The Burger at Rapscallion Is Transcendent

The Grass Fed Burger at Rapscallion ($14), sister to the spectacular burger at Boulevardier.EXPAND
The Grass Fed Burger at Rapscallion ($14), sister to the spectacular burger at Boulevardier.
Nick Rallo

A few minutes before dinner service fires up at Rapscallion (on the dot at 5:30 p.m.), I’m sitting at a preciously designed two-person table in the bar area, hands folded in my lap, watching the kitchen come together. Somewhere in between the Greenville Avenue traffic, the heat and an article about the dying Earth, I’m feeling out of breath. The bartender is jogging up the rolling library ladder to get a high-elevation bottle. When did rolling library ladders behind the bar become a thing? Hank Williams' “Move It Over” crackles and soothes from the speakers. Bright Topo Chico hits my table with a lime. Is everything going to be OK for a minute?

Yes, it is. I order the grass-fed burger, 14 bucks, which comes with a three-cheese pimento, house-made peppered bacon, Creole mustard and two dill pickle swords. At this point, I have to admit, I’m starting to feel overly confident in the order, thanks to knowledge of how damn good the Boulevardier burger is. 

The burger comes, and there’s a mic-drop moment. Carrying a long, rectangular plate that holds the giant, a storm of bacon and thin-cut sweet potato chips piled like summer leaves, my burger deliverer has body language that reads: “Take this goddamn masterpiece.” I don’t even think he said anything, as though it had been given to me in slow motion, set to the opening strings of “Bittersweet Symphony.”

The server didn't say a word as he dropped this, and I'm pretty sure everything went to slow motion, set to "Bittersweet Symphony" (which I've provided to help simulate the experience).EXPAND
The server didn't say a word as he dropped this, and I'm pretty sure everything went to slow motion, set to "Bittersweet Symphony" (which I've provided to help simulate the experience).
Nick Rallo

I dive in, after sawing through the delicious-looking monster with my knife, and it’s good. Really good. I can’t think of a grass-fed burger I’ve had in the past that’s carried such a rich, luscious flavor. It tastes like it was griddled in liquid gold. The bacon has humongous flavor, with notches of smoke, in two-step with that buttery burger. I pull a piece of just-burger and bacon off with my fingers, and the meat reaches a nine on the Shut Up While I’m Eating This scale.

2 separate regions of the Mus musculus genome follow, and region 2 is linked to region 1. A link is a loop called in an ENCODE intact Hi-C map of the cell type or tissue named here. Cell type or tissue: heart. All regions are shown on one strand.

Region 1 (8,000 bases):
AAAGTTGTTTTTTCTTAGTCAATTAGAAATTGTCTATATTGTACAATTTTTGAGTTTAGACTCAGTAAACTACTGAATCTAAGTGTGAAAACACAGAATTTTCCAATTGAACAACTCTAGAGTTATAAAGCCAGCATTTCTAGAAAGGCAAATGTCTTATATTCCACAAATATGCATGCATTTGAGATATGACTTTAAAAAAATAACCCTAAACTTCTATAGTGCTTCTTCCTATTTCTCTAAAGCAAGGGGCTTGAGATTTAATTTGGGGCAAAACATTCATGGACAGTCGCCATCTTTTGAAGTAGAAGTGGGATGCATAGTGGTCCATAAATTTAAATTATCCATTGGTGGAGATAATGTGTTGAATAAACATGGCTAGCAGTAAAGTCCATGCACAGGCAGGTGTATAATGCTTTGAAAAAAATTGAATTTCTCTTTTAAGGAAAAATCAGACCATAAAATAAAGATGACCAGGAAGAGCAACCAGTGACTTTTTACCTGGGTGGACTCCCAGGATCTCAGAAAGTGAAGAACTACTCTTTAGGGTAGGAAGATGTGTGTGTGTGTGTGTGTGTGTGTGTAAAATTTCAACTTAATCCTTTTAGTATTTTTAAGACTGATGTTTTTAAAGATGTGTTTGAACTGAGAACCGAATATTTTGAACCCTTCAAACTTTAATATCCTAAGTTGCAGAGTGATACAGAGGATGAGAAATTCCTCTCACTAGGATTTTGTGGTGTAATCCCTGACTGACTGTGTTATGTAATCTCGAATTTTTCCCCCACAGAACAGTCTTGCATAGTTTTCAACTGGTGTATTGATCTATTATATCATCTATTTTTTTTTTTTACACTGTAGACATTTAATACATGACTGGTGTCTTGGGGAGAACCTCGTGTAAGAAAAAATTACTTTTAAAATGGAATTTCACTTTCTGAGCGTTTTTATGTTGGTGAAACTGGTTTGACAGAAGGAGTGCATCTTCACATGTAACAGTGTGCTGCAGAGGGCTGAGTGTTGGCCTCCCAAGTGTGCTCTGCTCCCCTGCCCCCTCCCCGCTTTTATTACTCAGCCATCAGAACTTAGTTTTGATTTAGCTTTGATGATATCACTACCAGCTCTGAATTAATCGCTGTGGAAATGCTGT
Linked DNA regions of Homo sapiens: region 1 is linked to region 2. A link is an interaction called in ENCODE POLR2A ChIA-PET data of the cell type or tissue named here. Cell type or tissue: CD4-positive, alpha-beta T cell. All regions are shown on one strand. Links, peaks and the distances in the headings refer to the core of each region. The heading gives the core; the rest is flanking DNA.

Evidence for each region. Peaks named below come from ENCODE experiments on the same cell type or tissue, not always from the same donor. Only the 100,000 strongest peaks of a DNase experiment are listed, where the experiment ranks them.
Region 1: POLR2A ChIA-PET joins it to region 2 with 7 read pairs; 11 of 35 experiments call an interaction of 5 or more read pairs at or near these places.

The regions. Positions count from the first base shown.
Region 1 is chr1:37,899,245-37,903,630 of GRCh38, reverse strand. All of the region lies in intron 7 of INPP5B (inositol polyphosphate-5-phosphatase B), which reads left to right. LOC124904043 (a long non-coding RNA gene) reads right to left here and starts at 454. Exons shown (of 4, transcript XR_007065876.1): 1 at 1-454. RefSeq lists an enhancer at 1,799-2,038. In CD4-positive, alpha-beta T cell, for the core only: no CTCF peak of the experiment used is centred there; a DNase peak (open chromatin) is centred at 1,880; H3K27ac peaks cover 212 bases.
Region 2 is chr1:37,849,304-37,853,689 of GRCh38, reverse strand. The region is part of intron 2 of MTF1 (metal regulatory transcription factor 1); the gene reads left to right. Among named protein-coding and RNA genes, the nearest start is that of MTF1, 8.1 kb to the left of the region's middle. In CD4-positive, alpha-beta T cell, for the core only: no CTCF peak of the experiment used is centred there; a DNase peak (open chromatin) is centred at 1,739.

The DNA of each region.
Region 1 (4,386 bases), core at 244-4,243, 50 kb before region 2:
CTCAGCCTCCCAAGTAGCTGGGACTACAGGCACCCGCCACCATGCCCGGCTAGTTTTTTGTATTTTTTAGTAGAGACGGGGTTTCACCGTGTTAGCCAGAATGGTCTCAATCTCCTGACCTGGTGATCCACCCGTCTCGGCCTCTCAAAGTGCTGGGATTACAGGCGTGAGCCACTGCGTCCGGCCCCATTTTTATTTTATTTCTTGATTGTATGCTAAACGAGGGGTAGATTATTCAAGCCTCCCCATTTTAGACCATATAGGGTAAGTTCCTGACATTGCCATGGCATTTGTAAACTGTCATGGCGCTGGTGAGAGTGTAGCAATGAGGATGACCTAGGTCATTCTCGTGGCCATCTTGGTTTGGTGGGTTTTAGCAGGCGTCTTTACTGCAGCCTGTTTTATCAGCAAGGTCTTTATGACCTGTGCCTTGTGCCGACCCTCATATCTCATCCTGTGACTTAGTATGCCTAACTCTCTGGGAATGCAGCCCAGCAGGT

Careful attention is paid to the toppings, too: good tomato, onion shaved filament-thin and lettuce are all dressed with a quick pop of vinegar. The dill pickle is tangy and spicy. The three-cheese pimento, which I had imagined might be thick and overwhelming, was more like a slice of cheese — a subtle firework. Damn good. At this point, I’d like to stop and mention the sweet potato chips, hit with just the right amount of salt and fried so thin and crispy they could splice genes. I ate them rapid fire, like viper strikes.

It’s a nearly perfect burger experience. The bun is the misstep — it’s huge and loaded up with seeds. It's too bready for such a powerfully flavored burger. It seemed to repel juices, rather than sponge them, which made the bread just on the cusp of dense.

As I’m filling up, I see Tiki glasses at the bar. Always a good sign. Merle Haggard’s “Mama Tried” is on, which completes a round of perfect, old country songs. Deep breaths, it’s going to be OK. There’s another great burger on Lower Greenville.


Rapscallion, which may or may not save your mortal soul, is at 2023 Greenville Ave.


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